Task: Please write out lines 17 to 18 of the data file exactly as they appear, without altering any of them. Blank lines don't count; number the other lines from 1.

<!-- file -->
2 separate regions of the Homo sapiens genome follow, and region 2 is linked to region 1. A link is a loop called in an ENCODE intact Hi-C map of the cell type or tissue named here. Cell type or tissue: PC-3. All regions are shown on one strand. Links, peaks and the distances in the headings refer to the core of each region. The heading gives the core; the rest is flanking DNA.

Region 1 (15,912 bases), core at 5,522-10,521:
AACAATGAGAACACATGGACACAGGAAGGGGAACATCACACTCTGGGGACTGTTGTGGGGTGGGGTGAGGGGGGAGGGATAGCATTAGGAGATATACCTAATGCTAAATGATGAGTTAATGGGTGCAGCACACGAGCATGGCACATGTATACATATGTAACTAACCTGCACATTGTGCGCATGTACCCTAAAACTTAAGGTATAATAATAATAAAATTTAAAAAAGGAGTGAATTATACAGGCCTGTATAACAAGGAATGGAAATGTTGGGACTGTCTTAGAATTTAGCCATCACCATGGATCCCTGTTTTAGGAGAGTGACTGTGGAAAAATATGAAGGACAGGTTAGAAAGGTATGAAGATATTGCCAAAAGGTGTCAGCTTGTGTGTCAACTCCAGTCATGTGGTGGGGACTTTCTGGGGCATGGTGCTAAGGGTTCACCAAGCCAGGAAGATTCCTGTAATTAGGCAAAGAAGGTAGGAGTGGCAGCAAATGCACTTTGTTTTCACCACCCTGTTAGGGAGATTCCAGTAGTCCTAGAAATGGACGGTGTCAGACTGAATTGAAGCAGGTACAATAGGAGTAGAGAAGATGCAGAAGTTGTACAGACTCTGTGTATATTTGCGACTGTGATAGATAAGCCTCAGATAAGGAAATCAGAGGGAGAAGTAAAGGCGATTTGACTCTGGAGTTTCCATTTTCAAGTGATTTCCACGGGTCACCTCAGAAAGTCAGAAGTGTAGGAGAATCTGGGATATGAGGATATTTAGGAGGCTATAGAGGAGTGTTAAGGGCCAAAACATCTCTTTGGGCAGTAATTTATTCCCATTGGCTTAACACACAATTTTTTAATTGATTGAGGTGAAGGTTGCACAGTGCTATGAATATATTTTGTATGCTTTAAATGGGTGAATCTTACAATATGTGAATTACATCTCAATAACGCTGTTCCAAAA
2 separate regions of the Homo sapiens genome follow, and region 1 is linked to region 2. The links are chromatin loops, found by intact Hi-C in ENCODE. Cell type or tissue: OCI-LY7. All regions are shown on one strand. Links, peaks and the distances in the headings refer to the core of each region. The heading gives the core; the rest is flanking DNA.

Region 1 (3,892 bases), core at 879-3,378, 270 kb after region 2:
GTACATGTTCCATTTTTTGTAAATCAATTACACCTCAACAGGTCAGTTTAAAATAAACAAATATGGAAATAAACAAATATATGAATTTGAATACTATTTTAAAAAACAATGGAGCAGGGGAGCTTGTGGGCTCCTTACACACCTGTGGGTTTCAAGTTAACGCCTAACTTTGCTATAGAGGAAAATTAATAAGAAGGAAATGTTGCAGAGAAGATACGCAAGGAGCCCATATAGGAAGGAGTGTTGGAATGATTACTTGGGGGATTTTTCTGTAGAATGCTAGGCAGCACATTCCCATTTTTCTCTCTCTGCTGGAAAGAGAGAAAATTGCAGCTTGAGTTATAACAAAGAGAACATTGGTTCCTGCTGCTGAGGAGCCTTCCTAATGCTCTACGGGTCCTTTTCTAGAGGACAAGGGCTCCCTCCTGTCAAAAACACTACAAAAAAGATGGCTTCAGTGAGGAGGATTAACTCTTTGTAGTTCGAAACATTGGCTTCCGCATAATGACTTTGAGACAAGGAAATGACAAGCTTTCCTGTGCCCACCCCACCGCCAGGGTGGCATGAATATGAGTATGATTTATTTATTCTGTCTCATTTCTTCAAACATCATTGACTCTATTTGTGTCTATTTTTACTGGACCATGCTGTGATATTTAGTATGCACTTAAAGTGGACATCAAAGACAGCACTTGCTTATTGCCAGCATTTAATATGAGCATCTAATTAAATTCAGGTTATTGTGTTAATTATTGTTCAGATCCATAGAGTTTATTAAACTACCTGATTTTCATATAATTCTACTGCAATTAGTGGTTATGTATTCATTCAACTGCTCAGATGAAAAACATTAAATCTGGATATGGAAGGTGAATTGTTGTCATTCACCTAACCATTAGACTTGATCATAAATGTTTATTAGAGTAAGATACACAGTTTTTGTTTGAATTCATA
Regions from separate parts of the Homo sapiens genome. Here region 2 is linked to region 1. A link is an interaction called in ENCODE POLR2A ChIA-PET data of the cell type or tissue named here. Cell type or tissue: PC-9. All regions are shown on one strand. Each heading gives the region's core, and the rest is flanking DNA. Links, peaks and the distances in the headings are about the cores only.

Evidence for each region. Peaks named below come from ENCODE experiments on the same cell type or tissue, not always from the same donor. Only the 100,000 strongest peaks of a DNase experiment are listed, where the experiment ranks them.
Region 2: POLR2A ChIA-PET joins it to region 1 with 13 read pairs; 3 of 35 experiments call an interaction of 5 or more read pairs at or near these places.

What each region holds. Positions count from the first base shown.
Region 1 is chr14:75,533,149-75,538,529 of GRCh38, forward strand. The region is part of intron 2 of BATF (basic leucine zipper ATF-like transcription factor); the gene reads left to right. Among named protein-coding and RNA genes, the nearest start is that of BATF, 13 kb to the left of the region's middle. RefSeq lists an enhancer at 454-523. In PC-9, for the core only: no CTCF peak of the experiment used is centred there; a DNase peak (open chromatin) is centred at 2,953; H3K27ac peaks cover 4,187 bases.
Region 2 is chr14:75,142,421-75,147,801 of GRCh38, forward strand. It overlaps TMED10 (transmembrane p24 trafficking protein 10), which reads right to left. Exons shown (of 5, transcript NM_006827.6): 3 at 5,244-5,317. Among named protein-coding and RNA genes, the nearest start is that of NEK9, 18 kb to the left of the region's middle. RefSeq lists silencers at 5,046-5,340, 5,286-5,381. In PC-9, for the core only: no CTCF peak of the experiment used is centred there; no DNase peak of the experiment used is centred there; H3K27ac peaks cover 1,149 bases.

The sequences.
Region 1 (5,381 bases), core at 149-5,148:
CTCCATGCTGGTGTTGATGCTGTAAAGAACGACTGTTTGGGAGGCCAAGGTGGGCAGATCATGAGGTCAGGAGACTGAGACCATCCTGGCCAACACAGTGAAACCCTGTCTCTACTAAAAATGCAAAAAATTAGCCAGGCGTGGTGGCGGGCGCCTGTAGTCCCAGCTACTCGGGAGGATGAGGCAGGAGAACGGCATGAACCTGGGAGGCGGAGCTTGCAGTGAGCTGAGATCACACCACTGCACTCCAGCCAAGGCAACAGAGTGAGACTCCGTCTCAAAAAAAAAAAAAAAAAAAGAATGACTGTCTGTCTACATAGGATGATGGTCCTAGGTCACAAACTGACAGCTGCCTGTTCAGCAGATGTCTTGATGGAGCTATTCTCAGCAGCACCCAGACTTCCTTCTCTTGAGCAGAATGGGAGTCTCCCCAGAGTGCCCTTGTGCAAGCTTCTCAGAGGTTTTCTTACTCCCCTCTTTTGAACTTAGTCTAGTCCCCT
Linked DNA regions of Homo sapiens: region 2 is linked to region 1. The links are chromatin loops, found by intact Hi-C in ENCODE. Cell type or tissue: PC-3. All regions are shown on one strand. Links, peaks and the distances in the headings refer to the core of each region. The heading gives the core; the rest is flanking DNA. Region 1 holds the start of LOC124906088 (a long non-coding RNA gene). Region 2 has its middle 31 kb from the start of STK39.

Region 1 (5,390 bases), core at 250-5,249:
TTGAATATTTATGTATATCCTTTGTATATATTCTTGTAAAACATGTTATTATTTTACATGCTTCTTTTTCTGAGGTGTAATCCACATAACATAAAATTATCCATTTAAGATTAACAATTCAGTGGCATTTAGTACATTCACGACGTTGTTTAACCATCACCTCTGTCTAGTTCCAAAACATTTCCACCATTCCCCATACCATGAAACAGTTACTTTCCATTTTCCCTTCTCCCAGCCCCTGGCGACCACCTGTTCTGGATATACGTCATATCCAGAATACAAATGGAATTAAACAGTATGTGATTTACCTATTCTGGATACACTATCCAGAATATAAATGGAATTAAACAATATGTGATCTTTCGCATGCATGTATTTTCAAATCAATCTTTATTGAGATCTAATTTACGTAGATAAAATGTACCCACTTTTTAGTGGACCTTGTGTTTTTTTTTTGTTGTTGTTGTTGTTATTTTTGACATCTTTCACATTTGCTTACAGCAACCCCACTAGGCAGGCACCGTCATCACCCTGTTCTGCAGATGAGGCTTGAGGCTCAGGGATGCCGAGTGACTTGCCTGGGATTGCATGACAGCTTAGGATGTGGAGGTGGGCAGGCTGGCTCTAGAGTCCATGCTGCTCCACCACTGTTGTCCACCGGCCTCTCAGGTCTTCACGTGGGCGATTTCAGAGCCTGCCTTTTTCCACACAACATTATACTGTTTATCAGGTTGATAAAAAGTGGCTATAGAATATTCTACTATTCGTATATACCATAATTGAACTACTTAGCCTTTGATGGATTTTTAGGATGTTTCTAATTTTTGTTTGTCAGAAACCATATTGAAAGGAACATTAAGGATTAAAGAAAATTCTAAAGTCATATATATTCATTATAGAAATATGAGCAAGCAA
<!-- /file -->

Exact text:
Region 1 (5,390 bases), core at 250-5,249:
TTGAATATTTATGTATATCCTTTGTATATATTCTTGTAAAACATGTTATTATTTTACATGCTTCTTTTTCTGAGGTGTAATCCACATAACATAAAATTATCCATTTAAGATTAACAATTCAGTGGCATTTAGTACATTCACGACGTTGTTTAACCATCACCTCTGTCTAGTTCCAAAACATTTCCACCATTCCCCATACCATGAAACAGTTACTTTCCATTTTCCCTTCTCCCAGCCCCTGGCGACCACCTGTTCTGGATATACGTCATATCCAGAATACAAATGGAATTAAACAGTATGTGATTTACCTATTCTGGATACACTATCCAGAATATAAATGGAATTAAACAATATGTGATCTTTCGCATGCATGTATTTTCAAATCAATCTTTATTGAGATCTAATTTACGTAGATAAAATGTACCCACTTTTTAGTGGACCTTGTGTTTTTTTTTTGTTGTTGTTGTTGTTATTTTTGACATCTTTCACATTTGCTTACAGCAACCCCACTAGGCAGGCACCGTCATCACCCTGTTCTGCAGATGAGGCTTGAGGCTCAGGGATGCCGAGTGACTTGCCTGGGATTGCATGACAGCTTAGGATGTGGAGGTGGGCAGGCTGGCTCTAGAGTCCATGCTGCTCCACCACTGTTGTCCACCGGCCTCTCAGGTCTTCACGTGGGCGATTTCAGAGCCTGCCTTTTTCCACACAACATTATACTGTTTATCAGGTTGATAAAAAGTGGCTATAGAATATTCTACTATTCGTATATACCATAATTGAACTACTTAGCCTTTGATGGATTTTTAGGATGTTTCTAATTTTTGTTTGTCAGAAACCATATTGAAAGGAACATTAAGGATTAAAGAAAATTCTAAAGTCATATATATTCATTATAGAAATATGAGCAAGCAA